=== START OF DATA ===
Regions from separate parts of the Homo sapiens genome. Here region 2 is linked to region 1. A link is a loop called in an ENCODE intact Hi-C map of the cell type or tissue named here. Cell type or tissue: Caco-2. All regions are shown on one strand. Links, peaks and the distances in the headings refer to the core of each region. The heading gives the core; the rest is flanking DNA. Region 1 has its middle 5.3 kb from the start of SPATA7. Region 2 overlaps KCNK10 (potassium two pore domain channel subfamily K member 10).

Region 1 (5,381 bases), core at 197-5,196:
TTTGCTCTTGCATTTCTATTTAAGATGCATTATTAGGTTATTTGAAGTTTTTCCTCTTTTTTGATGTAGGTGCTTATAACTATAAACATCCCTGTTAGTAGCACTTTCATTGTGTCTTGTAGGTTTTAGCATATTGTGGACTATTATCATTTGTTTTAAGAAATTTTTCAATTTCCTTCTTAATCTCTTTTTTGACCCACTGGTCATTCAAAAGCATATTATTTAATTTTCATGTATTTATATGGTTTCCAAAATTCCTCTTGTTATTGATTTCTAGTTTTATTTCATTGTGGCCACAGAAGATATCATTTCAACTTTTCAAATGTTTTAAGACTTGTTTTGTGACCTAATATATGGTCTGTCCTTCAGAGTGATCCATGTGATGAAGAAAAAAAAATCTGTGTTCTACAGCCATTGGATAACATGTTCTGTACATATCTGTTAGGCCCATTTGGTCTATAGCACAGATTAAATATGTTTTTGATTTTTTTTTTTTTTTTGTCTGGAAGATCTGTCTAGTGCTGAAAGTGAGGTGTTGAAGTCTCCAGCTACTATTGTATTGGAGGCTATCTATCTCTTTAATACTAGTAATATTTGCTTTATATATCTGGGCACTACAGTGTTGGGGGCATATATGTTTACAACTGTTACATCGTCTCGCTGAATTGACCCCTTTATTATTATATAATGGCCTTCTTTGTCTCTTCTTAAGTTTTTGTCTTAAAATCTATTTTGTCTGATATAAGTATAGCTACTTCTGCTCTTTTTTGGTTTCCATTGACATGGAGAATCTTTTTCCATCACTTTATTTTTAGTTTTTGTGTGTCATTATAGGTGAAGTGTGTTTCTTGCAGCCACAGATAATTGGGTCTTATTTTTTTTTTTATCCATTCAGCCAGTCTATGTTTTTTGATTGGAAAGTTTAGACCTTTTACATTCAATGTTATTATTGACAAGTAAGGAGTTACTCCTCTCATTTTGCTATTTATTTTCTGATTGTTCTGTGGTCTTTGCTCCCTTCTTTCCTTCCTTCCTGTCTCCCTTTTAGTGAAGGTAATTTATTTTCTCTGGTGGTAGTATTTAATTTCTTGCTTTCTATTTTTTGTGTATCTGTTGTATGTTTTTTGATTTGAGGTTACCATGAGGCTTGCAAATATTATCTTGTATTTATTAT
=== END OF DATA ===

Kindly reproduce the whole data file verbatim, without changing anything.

Regions from separate parts of the Homo sapiens genome. Here region 2 is linked to region 1. A link is a loop called in an ENCODE intact Hi-C map of the cell type or tissue named here. Cell type or tissue: Caco-2. All regions are shown on one strand. Links, peaks and the distances in the headings refer to the core of each region. The heading gives the core; the rest is flanking DNA. Region 1 has its middle 5.3 kb from the start of SPATA7. Region 2 overlaps KCNK10 (potassium two pore domain channel subfamily K member 10).

Region 1 (5,381 bases), core at 197-5,196:
TTTGCTCTTGCATTTCTATTTAAGATGCATTATTAGGTTATTTGAAGTTTTTCCTCTTTTTTGATGTAGGTGCTTATAACTATAAACATCCCTGTTAGTAGCACTTTCATTGTGTCTTGTAGGTTTTAGCATATTGTGGACTATTATCATTTGTTTTAAGAAATTTTTCAATTTCCTTCTTAATCTCTTTTTTGACCCACTGGTCATTCAAAAGCATATTATTTAATTTTCATGTATTTATATGGTTTCCAAAATTCCTCTTGTTATTGATTTCTAGTTTTATTTCATTGTGGCCACAGAAGATATCATTTCAACTTTTCAAATGTTTTAAGACTTGTTTTGTGACCTAATATATGGTCTGTCCTTCAGAGTGATCCATGTGATGAAGAAAAAAAAATCTGTGTTCTACAGCCATTGGATAACATGTTCTGTACATATCTGTTAGGCCCATTTGGTCTATAGCACAGATTAAATATGTTTTTGATTTTTTTTTTTTTTTTGTCTGGAAGATCTGTCTAGTGCTGAAAGTGAGGTGTTGAAGTCTCCAGCTACTATTGTATTGGAGGCTATCTATCTCTTTAATACTAGTAATATTTGCTTTATATATCTGGGCACTACAGTGTTGGGGGCATATATGTTTACAACTGTTACATCGTCTCGCTGAATTGACCCCTTTATTATTATATAATGGCCTTCTTTGTCTCTTCTTAAGTTTTTGTCTTAAAATCTATTTTGTCTGATATAAGTATAGCTACTTCTGCTCTTTTTTGGTTTCCATTGACATGGAGAATCTTTTTCCATCACTTTATTTTTAGTTTTTGTGTGTCATTATAGGTGAAGTGTGTTTCTTGCAGCCACAGATAATTGGGTCTTATTTTTTTTTTTATCCATTCAGCCAGTCTATGTTTTTTGATTGGAAAGTTTAGACCTTTTACATTCAATGTTATTATTGACAAGTAAGGAGTTACTCCTCTCATTTTGCTATTTATTTTCTGATTGTTCTGTGGTCTTTGCTCCCTTCTTTCCTTCCTTCCTGTCTCCCTTTTAGTGAAGGTAATTTATTTTCTCTGGTGGTAGTATTTAATTTCTTGCTTTCTATTTTTTGTGTATCTGTTGTATGTTTTTTGATTTGAGGTTACCATGAGGCTTGCAAATATTATCTTGTATTTATTAT